Lower Circulating Folate Induced by a Fidgetin Intronic Variant Is Associated With Reduced Congenital Heart Disease Susceptibility

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Folate deficiency is an independent risk factor for congenital heart disease (CHD); however, the maternal plasma folate level is paradoxically not a good diagnostic marker. Genome-wide surveys have identified variants of nonfolate metabolic genes associated with the plasma folate level, suggesting that these genetic polymorphisms are potential risk factors for CHD.


To examine the effects of folate concentration-related variations on CHD risk in the Han Chinese population, we performed 3 independent case-control studies including a total of 1489 patients with CHD and 1745 control subjects. The expression of the Fidgetin (FIGN) was detected in human cardiovascular and decidua tissue specimens with quantitative real-time polymerase chain reaction and Western blotting. The molecular mechanisms were investigated by luciferase reporter assays, surface plasmon resonance, and chromatin immunoprecipitation. FIGN-interacting proteins were confirmed by tandem affinity purification and coimmunoprecipitation. Proteasome activity and metabolite concentrations in the folate pathway were quantified with a commercial proteasome activity assay and immunoassays, respectively.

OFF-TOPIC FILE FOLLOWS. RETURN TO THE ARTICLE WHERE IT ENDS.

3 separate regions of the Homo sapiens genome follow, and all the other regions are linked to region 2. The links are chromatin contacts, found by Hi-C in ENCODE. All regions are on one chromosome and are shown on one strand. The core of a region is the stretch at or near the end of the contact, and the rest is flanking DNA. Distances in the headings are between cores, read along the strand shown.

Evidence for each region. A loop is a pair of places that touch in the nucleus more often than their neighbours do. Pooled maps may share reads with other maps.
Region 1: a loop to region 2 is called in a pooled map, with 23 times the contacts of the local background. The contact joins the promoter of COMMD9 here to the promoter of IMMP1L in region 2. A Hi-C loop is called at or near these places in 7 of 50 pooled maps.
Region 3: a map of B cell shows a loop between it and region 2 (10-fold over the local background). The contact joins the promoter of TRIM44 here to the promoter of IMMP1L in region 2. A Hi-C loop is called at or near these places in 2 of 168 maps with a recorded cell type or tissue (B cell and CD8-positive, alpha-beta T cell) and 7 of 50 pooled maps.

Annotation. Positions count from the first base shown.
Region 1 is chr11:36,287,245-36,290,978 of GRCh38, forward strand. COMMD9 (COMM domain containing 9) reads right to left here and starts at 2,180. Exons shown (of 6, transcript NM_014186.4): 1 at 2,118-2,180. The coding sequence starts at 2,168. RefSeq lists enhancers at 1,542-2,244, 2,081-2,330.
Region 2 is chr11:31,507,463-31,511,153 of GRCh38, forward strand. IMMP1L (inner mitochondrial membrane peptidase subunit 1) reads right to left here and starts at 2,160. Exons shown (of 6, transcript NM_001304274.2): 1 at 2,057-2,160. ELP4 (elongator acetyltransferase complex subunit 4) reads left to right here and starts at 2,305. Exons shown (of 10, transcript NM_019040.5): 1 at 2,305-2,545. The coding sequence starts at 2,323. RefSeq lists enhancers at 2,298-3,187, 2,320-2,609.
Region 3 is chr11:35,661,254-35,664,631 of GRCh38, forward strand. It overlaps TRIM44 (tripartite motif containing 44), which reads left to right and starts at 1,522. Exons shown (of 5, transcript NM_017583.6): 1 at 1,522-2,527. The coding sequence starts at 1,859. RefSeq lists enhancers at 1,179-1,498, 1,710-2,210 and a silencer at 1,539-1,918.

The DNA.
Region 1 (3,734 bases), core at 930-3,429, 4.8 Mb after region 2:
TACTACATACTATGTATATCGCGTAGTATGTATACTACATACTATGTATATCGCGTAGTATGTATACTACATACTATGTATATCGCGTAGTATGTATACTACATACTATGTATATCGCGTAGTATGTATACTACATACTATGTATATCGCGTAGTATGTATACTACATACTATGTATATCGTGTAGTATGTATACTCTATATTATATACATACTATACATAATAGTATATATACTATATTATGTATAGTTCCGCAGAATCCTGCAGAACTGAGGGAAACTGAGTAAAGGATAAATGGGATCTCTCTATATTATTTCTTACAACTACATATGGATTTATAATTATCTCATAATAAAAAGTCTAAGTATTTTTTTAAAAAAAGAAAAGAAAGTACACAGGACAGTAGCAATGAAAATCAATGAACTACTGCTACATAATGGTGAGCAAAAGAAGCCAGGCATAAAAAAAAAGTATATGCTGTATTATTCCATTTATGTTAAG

The +94762G>C (rs2119289) variant in intron 4 of the FIGN gene was associated with significant reduction in CHD susceptibility (P=5.1×10−14 for the allele, P=8.5×10–−13 for the genotype). Analysis of combined samples indicated that CHD risks in individuals carrying heterozygous (GC) or homozygous (CC) genotypes were reduced by 44% (odds ratio [OR]=0.56; 95% confidence interval [CI]=0.47–0.67) and 66% (OR=0.34; 95% CI=0.23–0.50), respectively, compared with those with the major GG genotype. Minor C allele carriers who had decreased plasma folate levels exhibited significantly increased FIGN expression because the transcription suppressor CREB1 did not bind the alternative promoter of FIGN isoform X3. Mechanistically, increased FIGN expression led to the accumulation of both reduced folate carrier 1 and dihydrofolate reductase via inhibition of their proteasomal degradation, which promoted folate absorption and metabolism.


We report a previously undocumented finding that decreased circulating folate levels induced by increased folate transmembrane transport and utilization, as determined by the FIGN intronic variant, serves as a protective mechanism against CHD. Our results may explain why circulating folate levels do not have a good diagnostic value.

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